Why do you ask.
The aim is to get a 3.20m wilga equipped. The wilga will be used as a tug plane. On towing events, 50 tows a day is a normal number. So powermanagement is an important issue. I do like to use a DPSI or easy-patch. I will be using two receivers, so all the current will need to go trough these receivers. For this reason I do not want to use digitals - they consume too much. So I am looking for the servo which is most economical on power.
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Old 11-23-2004, 10:30 PM
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Default RE: How much power does a servo use?

Quote:
ORIGINAL: Lynx

RMS is term for measuring AC voltage, not DC currents...
Root Means Square (RMS) is the effective value of a waveform. It can be used to decribe any waveform. It requires a special meter to measure it. The oldest is the iron vane meter. You don't see much of them anymore but there are more modern versions of it. To get an accurate measure of the power consumed you need to get the RMS value. Sinewave AC current is only a special case where RMS value is used. When you measure AC current or voltage on a meter the meter has a special conversion built in to give you the RMS value of a sine wave and it only works for a sine wave. The true RMS meter will give you the effective (RMS) value of any waveform.
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Old 11-23-2004, 10:46 PM
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Default RE: How much power does a servo use?

I have never seen that much current on a stalled standard servo.
At 4.8 volts on a 42ozin servo, 2 amps is really high


Quote:
ORIGINAL: Rodney

My finding are the same as Geistwares accept for the stalled current. I have had some servos that will draw close to 2 amperes if stalled at full load but even those idle at about 10 milliamperes. Digital servos may draw more but I have not checked any of them.
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Old 11-24-2004, 12:20 AM
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Default RE: How much power does a servo use?

I just grabbed four servos and measured them using a Fluke 8040A TRUE RMS DMM. Here are the results at 4.8V operation:

JR 517, No load , moderate speed end-to-end transit: 150mA to 320mA was observed. Mostly seen was the low to low 200's.
JR 517, Full Stall: 645mA

Futaba S3003, No load , moderate speed end-to-end transit: 160mA to 330mA was observed. Mostly seen was the low 200's.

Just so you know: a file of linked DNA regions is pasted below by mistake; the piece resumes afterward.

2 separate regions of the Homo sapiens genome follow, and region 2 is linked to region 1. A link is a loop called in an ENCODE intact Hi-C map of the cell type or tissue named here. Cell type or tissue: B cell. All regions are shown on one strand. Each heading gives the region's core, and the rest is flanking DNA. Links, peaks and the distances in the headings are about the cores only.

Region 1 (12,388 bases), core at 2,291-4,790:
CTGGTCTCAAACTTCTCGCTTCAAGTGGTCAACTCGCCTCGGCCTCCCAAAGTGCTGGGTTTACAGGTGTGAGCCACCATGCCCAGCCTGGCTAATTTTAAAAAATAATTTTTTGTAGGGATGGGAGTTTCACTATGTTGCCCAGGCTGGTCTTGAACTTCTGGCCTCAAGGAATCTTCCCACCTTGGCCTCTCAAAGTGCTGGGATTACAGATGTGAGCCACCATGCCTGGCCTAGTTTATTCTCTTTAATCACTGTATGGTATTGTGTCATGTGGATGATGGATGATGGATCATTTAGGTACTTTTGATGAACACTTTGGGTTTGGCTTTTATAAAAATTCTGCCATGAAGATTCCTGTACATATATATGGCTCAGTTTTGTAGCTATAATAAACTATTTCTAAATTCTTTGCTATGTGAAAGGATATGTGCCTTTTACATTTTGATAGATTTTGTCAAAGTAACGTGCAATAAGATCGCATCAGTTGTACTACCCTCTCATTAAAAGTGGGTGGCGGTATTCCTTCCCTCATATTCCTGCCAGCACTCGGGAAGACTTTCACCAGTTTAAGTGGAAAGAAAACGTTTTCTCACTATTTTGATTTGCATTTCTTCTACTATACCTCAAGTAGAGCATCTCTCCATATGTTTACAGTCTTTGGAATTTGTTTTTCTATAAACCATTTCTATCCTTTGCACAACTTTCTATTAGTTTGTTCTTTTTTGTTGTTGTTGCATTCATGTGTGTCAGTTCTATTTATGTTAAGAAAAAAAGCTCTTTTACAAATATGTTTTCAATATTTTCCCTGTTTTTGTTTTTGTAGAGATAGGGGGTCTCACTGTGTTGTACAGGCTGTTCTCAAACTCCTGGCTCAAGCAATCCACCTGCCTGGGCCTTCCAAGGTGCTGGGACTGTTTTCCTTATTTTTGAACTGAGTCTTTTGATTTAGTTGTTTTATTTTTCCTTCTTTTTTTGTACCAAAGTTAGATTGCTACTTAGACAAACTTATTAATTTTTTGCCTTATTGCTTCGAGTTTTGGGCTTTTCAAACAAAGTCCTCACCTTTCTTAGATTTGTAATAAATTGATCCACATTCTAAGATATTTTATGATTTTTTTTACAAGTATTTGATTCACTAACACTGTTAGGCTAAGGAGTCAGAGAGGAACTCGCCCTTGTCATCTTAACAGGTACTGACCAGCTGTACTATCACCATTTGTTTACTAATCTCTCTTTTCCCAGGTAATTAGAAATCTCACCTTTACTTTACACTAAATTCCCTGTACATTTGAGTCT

Futaba S3003, Full Stall: 660mA

Hitec HS605, No load , moderate speed end-to-end transit: 170mA to 1005mA was observed. Mostly seen was the mid 400's.
Hitec HS605, Near Stall: 970mA

Futaba S9404, No load , moderate speed end-to-end transit: 210mA to 440mA was observed. Mostly seen was the mid 200's.
Futaba S9404, Full Stall: 1.2A


I have seen some high torque and digital servos experience 2A peak currents. Some pack a punch, and can strip gears if you stall them. So do not test them for stall currents!

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Old 11-24-2004, 12:33 AM
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Default RE: How much power does a servo use?

Rc-cam, interesting results. Can you share the electrical setup you used for the test ? How did you simulate the stall ? Thanks
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Old 11-24-2004, 10:53 AM
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Default RE: How much power does a servo use?

In a typical servo, the only thing limiting the current at stalled conditions is the resistance of the wires to the servo plus the saturation resistance of the power transistor plus the dc resistance of the motor windings (usually less than one ohm stalled). You will get a drop of about .7 volts accross the power transistor.
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Old 11-24-2004, 11:40 AM
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Default RE: How much power does a servo use?

Quote:
Can you share the electrical setup you used for the test ? How did you simulate the stall
Fluke 8040A DMM, 3A Bench Supply, RC-CAM Servo Exerciser. Stall was simulated by brute force -- I held the servo arm while commanding servo movement. I could not stop the arm on the HS605 because the round wheel was too slippery. Hence, the "Near Stall" notation on that one (I got close to holding it still).

Quote:
You will get a drop of about .7 volts accross the power transistor.
Some servo designs use MOSFET bridge amps (they tend to be used on modern Hi-Torque designs). The voltage drop is considerable less on them. These are usually the servos that can see huge stall currents.

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Old 11-25-2004, 12:31 PM
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Default RE: How much power does a servo use?

Quote:
ORIGINAL: mr.rc-cam

Quote:
Can you share the electrical setup you used for the test ? How did you simulate the stall
Fluke 8040A DMM, 3A Bench Supply, RC-CAM Servo Exerciser. Stall was simulated by brute force -- I held the servo arm while commanding servo movement. I could not stop the arm on the HS605 because the round wheel was too slippery. Hence, the "Near Stall" notation on that one (I got close to holding it still).

Quote:
You will get a drop of about .7 volts accross the power transistor.
Some servo designs use MOSFET bridge amps (they tend to be used on modern Hi-Torque designs). The voltage drop is considerable less on them. These are usually the servos that can see huge stall currents.

RC-CAM